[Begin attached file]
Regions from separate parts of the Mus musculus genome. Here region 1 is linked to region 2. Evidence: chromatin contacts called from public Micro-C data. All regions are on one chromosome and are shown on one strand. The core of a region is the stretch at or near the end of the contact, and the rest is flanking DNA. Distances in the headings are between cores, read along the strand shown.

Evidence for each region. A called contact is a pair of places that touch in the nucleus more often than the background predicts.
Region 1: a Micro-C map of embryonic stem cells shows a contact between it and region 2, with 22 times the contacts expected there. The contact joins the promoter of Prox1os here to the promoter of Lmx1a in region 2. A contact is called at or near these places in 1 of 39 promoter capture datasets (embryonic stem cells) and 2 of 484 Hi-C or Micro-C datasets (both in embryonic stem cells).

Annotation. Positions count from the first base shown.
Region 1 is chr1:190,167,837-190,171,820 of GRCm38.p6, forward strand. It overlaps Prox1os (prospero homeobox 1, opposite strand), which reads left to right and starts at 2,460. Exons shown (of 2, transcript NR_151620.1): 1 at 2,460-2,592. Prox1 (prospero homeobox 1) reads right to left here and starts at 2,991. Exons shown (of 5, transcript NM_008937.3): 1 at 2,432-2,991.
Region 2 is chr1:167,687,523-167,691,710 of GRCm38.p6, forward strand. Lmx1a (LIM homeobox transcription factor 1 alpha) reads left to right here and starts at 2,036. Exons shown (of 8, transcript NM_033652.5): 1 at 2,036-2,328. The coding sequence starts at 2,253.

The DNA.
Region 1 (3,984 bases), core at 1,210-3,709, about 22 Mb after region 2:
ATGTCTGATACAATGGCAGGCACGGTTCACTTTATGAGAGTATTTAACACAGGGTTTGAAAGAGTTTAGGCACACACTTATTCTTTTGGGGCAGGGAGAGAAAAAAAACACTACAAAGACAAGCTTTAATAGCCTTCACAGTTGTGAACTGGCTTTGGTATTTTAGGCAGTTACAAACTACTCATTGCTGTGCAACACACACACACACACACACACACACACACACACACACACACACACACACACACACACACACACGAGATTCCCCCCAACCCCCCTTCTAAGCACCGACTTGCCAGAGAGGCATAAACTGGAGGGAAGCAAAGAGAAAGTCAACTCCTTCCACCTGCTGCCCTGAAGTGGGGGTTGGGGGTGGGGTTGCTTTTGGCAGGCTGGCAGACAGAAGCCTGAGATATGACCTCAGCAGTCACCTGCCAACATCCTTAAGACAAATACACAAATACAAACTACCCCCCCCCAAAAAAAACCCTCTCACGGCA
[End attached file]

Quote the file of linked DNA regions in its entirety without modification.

Regions from separate parts of the Mus musculus genome. Here region 1 is linked to region 2. Evidence: chromatin contacts called from public Micro-C data. All regions are on one chromosome and are shown on one strand. The core of a region is the stretch at or near the end of the contact, and the rest is flanking DNA. Distances in the headings are between cores, read along the strand shown.

Evidence for each region. A called contact is a pair of places that touch in the nucleus more often than the background predicts.
Region 1: a Micro-C map of embryonic stem cells shows a contact between it and region 2, with 22 times the contacts expected there. The contact joins the promoter of Prox1os here to the promoter of Lmx1a in region 2. A contact is called at or near these places in 1 of 39 promoter capture datasets (embryonic stem cells) and 2 of 484 Hi-C or Micro-C datasets (both in embryonic stem cells).

Annotation. Positions count from the first base shown.
Region 1 is chr1:190,167,837-190,171,820 of GRCm38.p6, forward strand. It overlaps Prox1os (prospero homeobox 1, opposite strand), which reads left to right and starts at 2,460. Exons shown (of 2, transcript NR_151620.1): 1 at 2,460-2,592. Prox1 (prospero homeobox 1) reads right to left here and starts at 2,991. Exons shown (of 5, transcript NM_008937.3): 1 at 2,432-2,991.
Region 2 is chr1:167,687,523-167,691,710 of GRCm38.p6, forward strand. Lmx1a (LIM homeobox transcription factor 1 alpha) reads left to right here and starts at 2,036. Exons shown (of 8, transcript NM_033652.5): 1 at 2,036-2,328. The coding sequence starts at 2,253.

The DNA.
Region 1 (3,984 bases), core at 1,210-3,709, about 22 Mb after region 2:
ATGTCTGATACAATGGCAGGCACGGTTCACTTTATGAGAGTATTTAACACAGGGTTTGAAAGAGTTTAGGCACACACTTATTCTTTTGGGGCAGGGAGAGAAAAAAAACACTACAAAGACAAGCTTTAATAGCCTTCACAGTTGTGAACTGGCTTTGGTATTTTAGGCAGTTACAAACTACTCATTGCTGTGCAACACACACACACACACACACACACACACACACACACACACACACACACACACACACACACACACGAGATTCCCCCCAACCCCCCTTCTAAGCACCGACTTGCCAGAGAGGCATAAACTGGAGGGAAGCAAAGAGAAAGTCAACTCCTTCCACCTGCTGCCCTGAAGTGGGGGTTGGGGGTGGGGTTGCTTTTGGCAGGCTGGCAGACAGAAGCCTGAGATATGACCTCAGCAGTCACCTGCCAACATCCTTAAGACAAATACACAAATACAAACTACCCCCCCCCAAAAAAAACCCTCTCACGGCA